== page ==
Funding Opportunities: Global Religion Research Initiative
The Center for the Study of Religion and Society within the Department of Sociology at the University of Notre Dame is pleased to announce the launch of the Global Religion Research Initiative (GRRI), funded by the Templeton Religion Trust of Nassau, Bahamas.
The Global Religion Research Initiative (GRRI), a portfolio of six distinct competitive research and writing grants and fellowships programs to be awarded over the next three years that together intend to significantly advance the social scientific study of religions around the globe. The premise of the GRRI is that, as religion persists in significance in the contemporary, globalizing world, the social sciences in North America need much better to understand the diversity of religions and to integrate that enhanced understanding into research, theory, and teaching.
The GRRI offers a variety of competitive funding opportunities to scholars at all stages of their careers designed to realize those scholarly ends.
The initiative is dedicated to supporting the study of religion in global perspective in order to address two weaknesses in contemporary scholarship, namely the neglect of religion as a subject of study in the social sciences and relative neglect of religions outside of the North Atlantic region.
The GRRI project has two main aims.
1) To broaden the current study of religion beyond the North American and European contexts to the global study of religion, allowing for a more thorough understanding of the role of religion in the lives of individuals and societies worldwide.
2) To reinvigorate an interest in religion as a viable topic of academic inquiry.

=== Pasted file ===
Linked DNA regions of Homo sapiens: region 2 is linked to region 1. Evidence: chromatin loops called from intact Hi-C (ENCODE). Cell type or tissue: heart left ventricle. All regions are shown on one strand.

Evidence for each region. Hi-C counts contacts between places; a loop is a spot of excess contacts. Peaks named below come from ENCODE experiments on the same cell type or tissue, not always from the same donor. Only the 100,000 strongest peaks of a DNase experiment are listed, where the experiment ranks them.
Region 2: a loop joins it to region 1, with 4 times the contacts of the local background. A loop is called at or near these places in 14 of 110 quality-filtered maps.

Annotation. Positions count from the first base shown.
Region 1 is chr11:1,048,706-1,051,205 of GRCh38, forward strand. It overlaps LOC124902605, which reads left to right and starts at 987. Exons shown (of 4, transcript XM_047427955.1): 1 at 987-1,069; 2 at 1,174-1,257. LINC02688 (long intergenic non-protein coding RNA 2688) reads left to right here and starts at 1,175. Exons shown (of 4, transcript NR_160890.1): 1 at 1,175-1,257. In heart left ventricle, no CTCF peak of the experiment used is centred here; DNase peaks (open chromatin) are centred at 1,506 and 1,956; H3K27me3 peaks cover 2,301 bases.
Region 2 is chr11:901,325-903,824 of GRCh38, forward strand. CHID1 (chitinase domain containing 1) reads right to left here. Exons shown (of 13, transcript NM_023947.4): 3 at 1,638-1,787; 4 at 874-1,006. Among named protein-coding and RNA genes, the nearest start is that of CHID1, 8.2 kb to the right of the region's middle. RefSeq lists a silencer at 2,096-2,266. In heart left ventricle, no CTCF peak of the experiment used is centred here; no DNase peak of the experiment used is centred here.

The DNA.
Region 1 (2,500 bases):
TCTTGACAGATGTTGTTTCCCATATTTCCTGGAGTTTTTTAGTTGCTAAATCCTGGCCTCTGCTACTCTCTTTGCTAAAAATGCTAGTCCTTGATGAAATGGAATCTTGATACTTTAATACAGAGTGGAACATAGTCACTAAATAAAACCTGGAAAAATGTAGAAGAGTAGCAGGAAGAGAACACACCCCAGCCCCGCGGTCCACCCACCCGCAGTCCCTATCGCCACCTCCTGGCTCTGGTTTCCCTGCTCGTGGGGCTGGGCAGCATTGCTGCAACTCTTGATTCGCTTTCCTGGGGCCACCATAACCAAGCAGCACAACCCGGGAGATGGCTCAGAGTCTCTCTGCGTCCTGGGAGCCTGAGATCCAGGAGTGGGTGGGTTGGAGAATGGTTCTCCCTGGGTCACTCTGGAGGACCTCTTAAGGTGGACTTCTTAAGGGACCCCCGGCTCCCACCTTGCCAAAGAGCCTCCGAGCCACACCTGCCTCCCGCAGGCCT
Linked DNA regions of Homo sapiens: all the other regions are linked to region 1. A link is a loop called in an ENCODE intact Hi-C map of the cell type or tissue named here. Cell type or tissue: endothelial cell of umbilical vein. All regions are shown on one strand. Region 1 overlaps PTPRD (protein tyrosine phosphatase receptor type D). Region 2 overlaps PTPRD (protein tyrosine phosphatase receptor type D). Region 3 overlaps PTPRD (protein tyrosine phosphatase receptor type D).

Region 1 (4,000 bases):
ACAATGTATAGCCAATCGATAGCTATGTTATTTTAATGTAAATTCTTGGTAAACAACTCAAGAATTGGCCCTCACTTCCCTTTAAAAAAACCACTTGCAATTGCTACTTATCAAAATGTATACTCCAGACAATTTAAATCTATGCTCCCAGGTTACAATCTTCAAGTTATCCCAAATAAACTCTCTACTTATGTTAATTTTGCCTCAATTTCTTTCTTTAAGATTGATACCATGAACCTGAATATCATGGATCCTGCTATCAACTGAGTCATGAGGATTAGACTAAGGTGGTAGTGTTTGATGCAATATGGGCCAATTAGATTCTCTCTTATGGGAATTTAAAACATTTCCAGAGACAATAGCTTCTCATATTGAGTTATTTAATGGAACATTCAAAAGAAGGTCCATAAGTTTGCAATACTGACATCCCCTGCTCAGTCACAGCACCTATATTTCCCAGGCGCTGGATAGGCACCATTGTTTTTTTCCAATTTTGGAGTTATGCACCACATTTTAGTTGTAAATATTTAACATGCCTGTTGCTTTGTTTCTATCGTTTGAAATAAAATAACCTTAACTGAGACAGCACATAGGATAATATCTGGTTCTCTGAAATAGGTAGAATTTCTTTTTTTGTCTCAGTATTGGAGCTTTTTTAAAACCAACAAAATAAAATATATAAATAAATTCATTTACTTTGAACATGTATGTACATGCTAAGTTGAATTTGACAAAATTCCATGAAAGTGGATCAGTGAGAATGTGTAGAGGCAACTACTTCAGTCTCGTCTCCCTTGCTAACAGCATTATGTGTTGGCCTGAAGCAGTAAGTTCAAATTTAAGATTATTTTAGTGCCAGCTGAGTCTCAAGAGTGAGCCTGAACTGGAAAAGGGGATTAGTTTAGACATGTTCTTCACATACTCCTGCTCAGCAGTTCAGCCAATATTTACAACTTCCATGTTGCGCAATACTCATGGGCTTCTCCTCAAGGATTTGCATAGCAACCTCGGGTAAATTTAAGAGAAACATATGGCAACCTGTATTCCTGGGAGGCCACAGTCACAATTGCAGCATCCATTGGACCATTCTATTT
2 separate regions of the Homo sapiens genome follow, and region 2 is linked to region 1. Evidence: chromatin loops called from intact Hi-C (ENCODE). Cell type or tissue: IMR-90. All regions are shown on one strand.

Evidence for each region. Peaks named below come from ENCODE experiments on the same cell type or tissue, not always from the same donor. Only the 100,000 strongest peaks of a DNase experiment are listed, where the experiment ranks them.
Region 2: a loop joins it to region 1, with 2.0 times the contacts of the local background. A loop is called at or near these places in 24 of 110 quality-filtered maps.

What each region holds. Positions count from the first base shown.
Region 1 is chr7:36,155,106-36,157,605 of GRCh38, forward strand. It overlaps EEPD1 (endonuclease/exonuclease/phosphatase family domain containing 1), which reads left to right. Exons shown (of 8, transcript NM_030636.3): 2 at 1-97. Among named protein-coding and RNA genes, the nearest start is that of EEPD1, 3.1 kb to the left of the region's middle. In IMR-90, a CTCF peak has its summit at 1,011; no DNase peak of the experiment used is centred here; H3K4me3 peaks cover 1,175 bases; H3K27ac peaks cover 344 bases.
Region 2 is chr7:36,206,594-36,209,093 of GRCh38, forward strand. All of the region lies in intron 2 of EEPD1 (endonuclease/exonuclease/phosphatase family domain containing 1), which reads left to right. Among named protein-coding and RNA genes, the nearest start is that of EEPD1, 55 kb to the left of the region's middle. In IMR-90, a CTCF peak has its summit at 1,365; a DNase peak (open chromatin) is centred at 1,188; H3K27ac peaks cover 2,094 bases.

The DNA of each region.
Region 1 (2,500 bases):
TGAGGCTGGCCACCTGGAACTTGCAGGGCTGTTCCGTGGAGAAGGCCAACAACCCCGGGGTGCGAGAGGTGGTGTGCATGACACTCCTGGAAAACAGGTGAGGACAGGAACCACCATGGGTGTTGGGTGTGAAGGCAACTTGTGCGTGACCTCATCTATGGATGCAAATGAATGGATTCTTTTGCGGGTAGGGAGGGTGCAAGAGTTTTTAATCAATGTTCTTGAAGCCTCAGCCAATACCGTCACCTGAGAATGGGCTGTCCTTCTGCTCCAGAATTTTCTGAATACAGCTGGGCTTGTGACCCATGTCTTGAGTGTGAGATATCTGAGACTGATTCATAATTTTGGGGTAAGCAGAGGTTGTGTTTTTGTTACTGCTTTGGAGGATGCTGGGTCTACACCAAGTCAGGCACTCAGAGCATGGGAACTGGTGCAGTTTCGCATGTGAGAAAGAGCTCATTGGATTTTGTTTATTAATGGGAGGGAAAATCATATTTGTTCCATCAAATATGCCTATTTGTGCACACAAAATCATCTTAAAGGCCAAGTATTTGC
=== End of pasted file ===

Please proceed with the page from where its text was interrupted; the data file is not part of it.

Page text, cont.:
The GRRI seeks to realize these goals by providing scholars interested in pursuing questions related to the structure, practice, and influence of religions worldwide with resources to complete their work.
To match resources with talented scholars interested in studying religion, the GRRI will conduct three rounds of competitive funding, open to scholars (both faculty and graduate students) with a wide array of research interests from social science disciplines. University of Notre Dame undergraduate students interested in research on global religion can apply for the Notre Dame Undergraduate Research Fellowship program.
The first round of proposals will be accepted in Fall 2016 for funding for the 2017 — 2018 academic year, and the second and third rounds of funding will follow in subsequent years.
Through the work sponsored by GRRI, the empirical study and theoretical understanding of global religion will be significantly advanced and better integrated into mainstream social science disciplines, as well as infused into undergraduate and graduate training programs via a more thorough body of knowledge about global religious diversity.
As a result, multiple academic disciplines will benefit from the enhanced empirical study of religion from a much wider perspective than is current practice, religion scholars will have a much better understanding about how religion outside of North America can be studied, and to what ends, and future scholars will be motivated to pursue the study of global religion in their own work.
The six funding programs include:
1) Dissertation Fellowships
2) Postdoctoral Research Fellowhships
3) Curriculum Development Grants
4) Grants for International Collaboration
5) Grants for Project Launch
6) Grants for Book Leave
GRRI applications will be evaluated according to the following criteria. T
1) Focused on a contemporary religion or religions (or relatively recent cases, not on ancient, medieval, or early modern religions) in one of the following world regions:
Asia, including East, Southeast, and South Asia
The Middle East and Turkey
2) Empirical, not purely theoretical
3) Methodologically and analytically sound
4) Well-grounded in and contributing to the development of important, discipline-appropriate theories and literatures
5) Promising for producing the publication of a significant book and/or major journal articles
6) Promising in their ability to address issues of importance within and influence and help integrate the study of religion into the mainstream of their respective disciplines
For further information: http://grri.nd.edu/